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Editor's note: As a global organization with members in the country of Nepal, ACSM extends thoughts and prayers to those affected by the earthquake in that region last weekend. For a list of organizations conducting relief efforts, refer to this article in the New York Times.


In this issue:

Active Voice: The Tortoise and the Hare - A Sex Difference in Marathon Pacing
ACSM Convenes Scientific Roundtable in D.C. This Week
Lifestyle Medicine Webinar Series for Weight Management and Prevention
Annual Meeting Student Video Contest Winners
Exciting Pre-Conference and Satellite Workshops at ACSM Annual Meeting
Register Now for AASP Youth Sport Virtual Conference
ACSM in the News: Stories Making Headlines


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Active Voice: The Tortoise and the Hare - A Sex Difference in Marathon Pacing
By Robert O. Deaner, Ph.D. and Sandra K. Hunter, Ph.D., FACSM


Robert O. Deaner, Ph.D. Sandra K. Hunter, Ph.D.
Viewpoints presented in SMB commentaries reflect opinions of the authors and do not necessarily reflect positions or policies of ACSM.

Robert O. Deaner, Ph.D., is an associate professor in the Department of Psychology at Grand Valley State University in Allendale, Mich. His overarching goal is to contribute to a scientific understanding of human nature, especially by demonstrating the value of evolutionary theory. Most of his current projects involve sex differences and sports.

Sandra K. Hunter, Ph.D., FACSM, is a professor in the exercise science program with the Department of Physical Therapy at Marquette University in Milwaukee, Wisc. Her research focus includes understanding the mechanisms for (1) sex and age differences in motor control, neuromuscular fatigability and human performance in healthy and clinical populations; and (2) the added effects of stress and exercise training on motor control and fatigability of old adults and clinical populations.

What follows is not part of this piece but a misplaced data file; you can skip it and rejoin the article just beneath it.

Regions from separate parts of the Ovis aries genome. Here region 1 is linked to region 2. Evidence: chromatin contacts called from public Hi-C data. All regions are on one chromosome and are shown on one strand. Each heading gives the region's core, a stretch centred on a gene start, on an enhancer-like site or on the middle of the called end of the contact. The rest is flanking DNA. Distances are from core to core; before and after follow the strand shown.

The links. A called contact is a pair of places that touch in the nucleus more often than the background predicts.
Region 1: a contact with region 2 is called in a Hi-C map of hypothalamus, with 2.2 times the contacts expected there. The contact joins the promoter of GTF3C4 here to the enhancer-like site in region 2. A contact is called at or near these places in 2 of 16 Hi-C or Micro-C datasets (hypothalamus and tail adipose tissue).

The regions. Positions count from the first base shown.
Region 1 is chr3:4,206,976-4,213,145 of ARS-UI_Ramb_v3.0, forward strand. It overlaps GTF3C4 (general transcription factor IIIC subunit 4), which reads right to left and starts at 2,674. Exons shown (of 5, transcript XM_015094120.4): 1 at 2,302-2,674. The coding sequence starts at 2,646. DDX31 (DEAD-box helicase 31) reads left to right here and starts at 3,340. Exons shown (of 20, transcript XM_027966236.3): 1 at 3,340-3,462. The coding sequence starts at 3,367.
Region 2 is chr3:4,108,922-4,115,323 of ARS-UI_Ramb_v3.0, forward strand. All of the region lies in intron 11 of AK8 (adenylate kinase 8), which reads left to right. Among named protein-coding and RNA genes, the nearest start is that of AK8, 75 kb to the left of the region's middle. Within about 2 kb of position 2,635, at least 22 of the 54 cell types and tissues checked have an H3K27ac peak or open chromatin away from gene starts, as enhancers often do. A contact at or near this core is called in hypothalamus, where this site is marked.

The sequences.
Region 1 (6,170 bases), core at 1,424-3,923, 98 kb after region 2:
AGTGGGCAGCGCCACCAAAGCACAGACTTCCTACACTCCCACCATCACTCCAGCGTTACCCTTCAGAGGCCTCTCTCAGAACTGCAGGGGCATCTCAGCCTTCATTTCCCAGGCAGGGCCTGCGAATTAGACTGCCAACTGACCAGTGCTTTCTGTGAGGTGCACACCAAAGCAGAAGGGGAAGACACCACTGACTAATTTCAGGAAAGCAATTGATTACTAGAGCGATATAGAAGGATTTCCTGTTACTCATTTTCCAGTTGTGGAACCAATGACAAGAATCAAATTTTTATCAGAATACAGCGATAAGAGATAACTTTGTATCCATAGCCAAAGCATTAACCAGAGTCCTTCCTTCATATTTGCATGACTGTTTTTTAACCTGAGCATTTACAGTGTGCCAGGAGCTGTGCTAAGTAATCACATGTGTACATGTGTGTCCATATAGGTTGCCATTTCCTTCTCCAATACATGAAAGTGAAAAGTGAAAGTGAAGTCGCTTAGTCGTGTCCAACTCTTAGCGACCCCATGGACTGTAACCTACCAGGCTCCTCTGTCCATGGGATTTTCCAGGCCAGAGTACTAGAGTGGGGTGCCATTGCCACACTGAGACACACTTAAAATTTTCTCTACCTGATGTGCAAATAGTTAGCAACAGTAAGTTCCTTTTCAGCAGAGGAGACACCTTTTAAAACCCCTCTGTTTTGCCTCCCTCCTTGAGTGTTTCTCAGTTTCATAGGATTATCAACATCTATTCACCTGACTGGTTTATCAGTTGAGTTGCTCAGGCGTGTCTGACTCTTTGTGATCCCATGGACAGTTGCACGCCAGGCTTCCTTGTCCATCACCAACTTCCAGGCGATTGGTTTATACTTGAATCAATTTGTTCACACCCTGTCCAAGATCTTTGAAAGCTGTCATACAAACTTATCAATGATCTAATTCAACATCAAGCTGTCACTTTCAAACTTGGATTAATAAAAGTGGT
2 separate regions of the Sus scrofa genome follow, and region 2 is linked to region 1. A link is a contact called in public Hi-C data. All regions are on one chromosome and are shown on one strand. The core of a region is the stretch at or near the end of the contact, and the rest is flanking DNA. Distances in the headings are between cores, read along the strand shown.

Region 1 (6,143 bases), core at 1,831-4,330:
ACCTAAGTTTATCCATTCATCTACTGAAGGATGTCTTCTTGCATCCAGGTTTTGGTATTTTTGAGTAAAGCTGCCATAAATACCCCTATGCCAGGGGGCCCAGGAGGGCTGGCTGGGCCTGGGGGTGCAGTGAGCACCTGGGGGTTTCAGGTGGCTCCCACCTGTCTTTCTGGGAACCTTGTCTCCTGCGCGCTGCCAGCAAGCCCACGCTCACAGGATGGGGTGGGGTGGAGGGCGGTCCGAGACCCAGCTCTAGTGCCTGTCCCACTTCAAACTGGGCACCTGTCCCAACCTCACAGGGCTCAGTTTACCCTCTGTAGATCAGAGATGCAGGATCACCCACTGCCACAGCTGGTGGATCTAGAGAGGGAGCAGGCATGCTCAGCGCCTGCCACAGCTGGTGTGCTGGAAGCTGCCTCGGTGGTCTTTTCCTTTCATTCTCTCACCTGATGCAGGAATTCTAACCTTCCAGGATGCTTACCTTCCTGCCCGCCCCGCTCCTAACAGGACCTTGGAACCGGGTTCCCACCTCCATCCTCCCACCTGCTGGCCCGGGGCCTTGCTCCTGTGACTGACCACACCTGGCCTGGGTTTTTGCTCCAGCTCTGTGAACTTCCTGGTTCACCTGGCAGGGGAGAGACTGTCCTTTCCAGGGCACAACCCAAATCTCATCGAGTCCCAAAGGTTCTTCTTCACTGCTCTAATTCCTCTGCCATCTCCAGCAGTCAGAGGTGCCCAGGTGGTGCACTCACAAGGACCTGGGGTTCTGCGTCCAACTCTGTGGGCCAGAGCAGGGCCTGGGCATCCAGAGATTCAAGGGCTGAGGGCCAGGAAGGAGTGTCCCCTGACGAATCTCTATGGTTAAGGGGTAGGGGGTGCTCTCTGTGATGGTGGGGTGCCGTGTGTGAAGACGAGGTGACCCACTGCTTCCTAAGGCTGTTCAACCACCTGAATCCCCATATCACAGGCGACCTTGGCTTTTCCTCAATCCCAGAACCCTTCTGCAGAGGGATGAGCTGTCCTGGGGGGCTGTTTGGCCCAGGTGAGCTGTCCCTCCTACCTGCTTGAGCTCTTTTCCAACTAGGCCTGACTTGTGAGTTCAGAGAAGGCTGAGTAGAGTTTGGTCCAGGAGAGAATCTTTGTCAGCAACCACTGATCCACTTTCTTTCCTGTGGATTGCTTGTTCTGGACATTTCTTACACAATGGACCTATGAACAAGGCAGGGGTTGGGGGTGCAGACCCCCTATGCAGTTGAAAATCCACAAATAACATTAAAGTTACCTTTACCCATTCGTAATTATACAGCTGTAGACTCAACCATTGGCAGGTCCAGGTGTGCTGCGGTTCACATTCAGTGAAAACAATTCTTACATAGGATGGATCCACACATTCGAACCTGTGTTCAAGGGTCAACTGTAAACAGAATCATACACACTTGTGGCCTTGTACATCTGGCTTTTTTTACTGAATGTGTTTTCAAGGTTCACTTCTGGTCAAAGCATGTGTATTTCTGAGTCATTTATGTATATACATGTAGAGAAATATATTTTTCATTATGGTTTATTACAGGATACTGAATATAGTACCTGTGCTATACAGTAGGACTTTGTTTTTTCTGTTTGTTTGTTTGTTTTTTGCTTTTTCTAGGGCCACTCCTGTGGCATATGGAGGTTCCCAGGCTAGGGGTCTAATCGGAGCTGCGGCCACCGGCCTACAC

This commentary presents Drs. Deaner’s and Hunter’s views on a topic related to the research report that they and their colleagues recently authored. The report of their original investigation appears in the March 2015 issue of
Medicine & Science in Sport & Exercise® (MSSE).
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ACSM Convenes Scientific Roundtable in D.C. This Week
With funding support from Kaiser Permanente, ACSM is convening a scientific roundtable entitled, "Call to Action on Making Physical Activity Assessment and Prescription a Medical Standard of Care," on Monday and Tuesday of this week (April 27-28) at the Kaiser Permanente Center for Total Health in Washington, D.C. The goals of the roundtable include creating a call to action plan for advancing physical activity as the standard of care within the medical community and developing a manuscript for publication that summarizes the recommendations and tasks for the call to action.

As the roundtable chair, Robert E. Sallis, M.D., FACSM, is facilitating discussion on three modules during the two-day meeting. The modules include:
  • Medical Society Organizational Buy-In
  • Reaching Practicing Clinicians
  • Medical School Curricula
In addition to Dr. Sallis, esteemed ACSM members and volunteers participating include: Aaron Baggish, M.D., FACC, FACSM; Wojtek Chodzko-Zajko, Ph.D., FACSM; Ted Eytan, M.D., M.S., MPH; Barbara Fletcher, RN, MN, FAHA; Barry Franklin, Ph.D., FACSM; Andrew Gregory, M.D., FACSM; Elizabeth Joy, M.D., MPH, FACSM; Lisel Loy, JD; Gordon Matheson, M.D., Ph.D., FACSM; Jason Matuszak, M.D., FAAFP; Patrick McBride, M.D., MPH, FACC; Francis O’Connor, M.D., MPH, FACSM, COL; James Puffer, M.D., FACSM; Jennifer Trilk, Ph.D. and Janet Williams, M.A.

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Lifestyle Medicine Webinar Series for Weight Management and Prevention
The European Society of Lifestyle Medicine (ESLM) and Elsevier, a leading provider of information solutions, are launching a free webinar series on lifestyle medicine beginning May 5 at 10:00 a.m. EDT / 7:00 a.m. PDT. ACSM President Carol Ewing Garber is a presenter on this webinar, which will give an overview of lifestyle medicine, the new evidence-based branch of health care, to address the underlying causes of the obesity and the modern lifestyle-disease epidemic.

Today, lifestyle-related, non-communicable chronic diseases (NCDs) and obesity represent a leading threat to human health and development. They are the world's biggest killers, causing an estimated 35 million deaths each year — 60% of all deaths globally.